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Why Coaxial Cables Are More Useful Than Twisted Pair Cables, And Theory Behind Them

Coaxial and twisted pair cables are two types of cables, which mainly differ in construction. Coaxial cables are by which we receive our cable TV network. Coaxial cable consists of a copper or aluminum wire which is surrounded by any insulator having large di-electric constant, over which wrapped around is a conductive layer. 

In twisted pair cables two insulated copper wires are twisted together like a DNA model. This is done to reduce the interference produced between the two cables.

In digital electronic communication, data is transferred in bits. Bits are electrical pulses carrying certian voltages. In typical communications millions of bits meaning millions of voltage pulses are sent and received in one second. As data is transferred in bits that is one and zeros, where one represents any particular higher voltage level while zero represents any lower voltage level, below the noise region. So in cable carrying these rapid voltage fluctuations, Rapid current fluctuations are produced. As we know that magnetic field is associated with current. And moreover changing current produces changing magnetic field. This changing current thus produces electro-magnetic waves.
Now think of a wire carrying millions of bits meaning millions of voltage and current fluctuations. This will in turn produce electro-magnetic waves coming out of the cable, having same frequency. These electromagnetic waves may be picked over by the other wire. This is known as interference and more technically, cross-talk. This is highly unwanted in communications because this type of propagation of signal distorts the signal present on the other wire.
In coaxial cable the di-electric constant of the material between the inner and outer cable is very high. As a result cross-talk becomes limited. That is why coaxial cables carry signal over a longer range when compared to twisted pair cables. In common twisted pair cables, repeaters are deployed after about every 100 meters distance.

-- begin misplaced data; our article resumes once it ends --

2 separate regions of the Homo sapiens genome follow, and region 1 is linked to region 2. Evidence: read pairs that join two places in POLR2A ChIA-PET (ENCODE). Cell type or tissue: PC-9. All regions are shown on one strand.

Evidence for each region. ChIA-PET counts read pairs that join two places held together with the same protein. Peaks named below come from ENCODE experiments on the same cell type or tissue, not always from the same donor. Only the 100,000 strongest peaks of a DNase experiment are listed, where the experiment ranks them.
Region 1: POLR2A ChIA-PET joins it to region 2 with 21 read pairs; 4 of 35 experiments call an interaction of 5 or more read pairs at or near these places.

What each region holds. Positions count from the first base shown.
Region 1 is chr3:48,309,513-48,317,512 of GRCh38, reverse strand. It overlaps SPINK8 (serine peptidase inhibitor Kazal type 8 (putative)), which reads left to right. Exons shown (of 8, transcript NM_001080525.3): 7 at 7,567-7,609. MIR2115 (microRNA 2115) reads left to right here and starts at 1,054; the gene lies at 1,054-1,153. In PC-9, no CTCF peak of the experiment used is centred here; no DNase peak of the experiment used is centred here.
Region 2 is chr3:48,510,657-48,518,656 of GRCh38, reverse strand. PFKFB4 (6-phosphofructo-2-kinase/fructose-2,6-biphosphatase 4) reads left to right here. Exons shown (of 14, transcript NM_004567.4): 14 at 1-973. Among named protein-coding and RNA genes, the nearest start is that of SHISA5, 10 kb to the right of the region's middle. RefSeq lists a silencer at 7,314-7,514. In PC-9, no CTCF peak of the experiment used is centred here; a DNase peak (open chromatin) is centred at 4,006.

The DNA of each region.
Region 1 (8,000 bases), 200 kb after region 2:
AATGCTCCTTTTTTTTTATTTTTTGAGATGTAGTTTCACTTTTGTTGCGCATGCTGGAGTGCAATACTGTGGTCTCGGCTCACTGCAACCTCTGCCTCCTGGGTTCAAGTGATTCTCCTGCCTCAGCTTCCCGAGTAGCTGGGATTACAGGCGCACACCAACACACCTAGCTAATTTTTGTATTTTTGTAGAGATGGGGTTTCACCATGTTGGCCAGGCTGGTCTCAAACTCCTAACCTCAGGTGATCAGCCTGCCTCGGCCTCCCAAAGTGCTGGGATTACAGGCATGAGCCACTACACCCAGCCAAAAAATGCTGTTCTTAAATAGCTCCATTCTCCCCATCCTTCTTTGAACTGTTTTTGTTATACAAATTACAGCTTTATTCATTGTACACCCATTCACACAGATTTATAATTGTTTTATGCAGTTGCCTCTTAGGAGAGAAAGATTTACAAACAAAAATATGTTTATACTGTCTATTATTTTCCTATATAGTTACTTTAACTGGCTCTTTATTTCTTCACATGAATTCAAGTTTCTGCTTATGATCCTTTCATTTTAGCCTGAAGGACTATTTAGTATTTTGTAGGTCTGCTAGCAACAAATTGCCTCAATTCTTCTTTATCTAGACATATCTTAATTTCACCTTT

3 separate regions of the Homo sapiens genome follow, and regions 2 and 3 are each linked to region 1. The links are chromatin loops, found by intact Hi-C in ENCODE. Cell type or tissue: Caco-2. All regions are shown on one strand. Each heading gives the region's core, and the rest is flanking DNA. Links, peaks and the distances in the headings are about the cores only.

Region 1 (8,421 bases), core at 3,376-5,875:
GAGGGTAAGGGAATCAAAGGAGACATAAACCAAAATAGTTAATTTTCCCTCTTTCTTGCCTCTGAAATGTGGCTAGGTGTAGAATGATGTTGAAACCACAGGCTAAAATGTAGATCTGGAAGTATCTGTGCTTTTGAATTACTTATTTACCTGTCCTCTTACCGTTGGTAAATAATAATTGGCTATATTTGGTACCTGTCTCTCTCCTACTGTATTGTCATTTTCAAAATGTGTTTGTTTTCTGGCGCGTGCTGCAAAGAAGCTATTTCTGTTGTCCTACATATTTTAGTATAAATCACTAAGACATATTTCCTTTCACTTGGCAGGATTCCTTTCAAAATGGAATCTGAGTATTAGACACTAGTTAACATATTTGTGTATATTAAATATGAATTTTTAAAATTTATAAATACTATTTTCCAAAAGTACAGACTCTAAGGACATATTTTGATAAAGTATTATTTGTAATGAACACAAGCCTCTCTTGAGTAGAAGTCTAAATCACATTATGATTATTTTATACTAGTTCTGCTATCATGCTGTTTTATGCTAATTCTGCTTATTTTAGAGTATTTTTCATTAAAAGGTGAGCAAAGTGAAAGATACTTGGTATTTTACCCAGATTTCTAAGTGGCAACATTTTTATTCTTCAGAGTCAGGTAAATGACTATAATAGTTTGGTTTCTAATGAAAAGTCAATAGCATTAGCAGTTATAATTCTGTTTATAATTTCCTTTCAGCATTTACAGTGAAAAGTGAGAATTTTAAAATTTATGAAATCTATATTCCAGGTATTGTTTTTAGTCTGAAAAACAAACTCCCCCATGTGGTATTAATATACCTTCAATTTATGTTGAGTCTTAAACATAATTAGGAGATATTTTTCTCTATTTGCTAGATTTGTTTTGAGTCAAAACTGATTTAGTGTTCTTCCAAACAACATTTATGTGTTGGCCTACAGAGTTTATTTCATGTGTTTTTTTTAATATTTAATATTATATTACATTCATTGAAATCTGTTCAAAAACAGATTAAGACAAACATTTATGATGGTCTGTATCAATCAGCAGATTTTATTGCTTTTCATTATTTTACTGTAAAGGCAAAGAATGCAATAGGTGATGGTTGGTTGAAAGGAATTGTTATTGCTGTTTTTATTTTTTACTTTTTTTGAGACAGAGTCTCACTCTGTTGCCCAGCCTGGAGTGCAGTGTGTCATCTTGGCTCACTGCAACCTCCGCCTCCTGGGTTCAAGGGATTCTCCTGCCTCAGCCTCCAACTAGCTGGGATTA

Moreover data carrying capacity of twisted pair cables is also very less, when compared to coaxial cables. The data transmission capacity of twisted-pair cables typically ranges form 2 million bits per second to 100 million bits per second. Where as, capacity of coaxial cable normally ranges from 200 million bits to 500 million bits per second.
The material, with which the any particular cable is made up of, also matters a lot. As we know that every conductor has its inductance. Like wise, the transmission cables also have some inductance no matter very small due to smaller dimensions.
But when the signal is of very high frequency then according to Faraday's law, back EMF produced also becomes high due to direct relation.
                                Back EMF = L x di / dt
L = Self Inductance
i = Current
t = Time
At extreme high frequencies this back EMF becomes so much considerable that even the small amount of inductance in the numerator does not matters a lot. This considerable amount of back emf produced results in the limitation of the bandwidth. Because this back EMF produced is in the direction opposite to the signals propagation, as a result it tends to nullify the signal voltage. So signal becomes weak. So it loses its strength after covering a short distance, as there are resistance effects too. In twisted pair cables this factor is much evident, when compared to coaxial cables. So they cannot carry data over long range.
Greater the data carrying capacity of the medium is more band width it can support. That is why coaxial cables are mainly used for video/audio transmission services, like in TV cable transmission, while twisted pair cables are mainly used for audio data transmission only. For example, in telephone lines etc.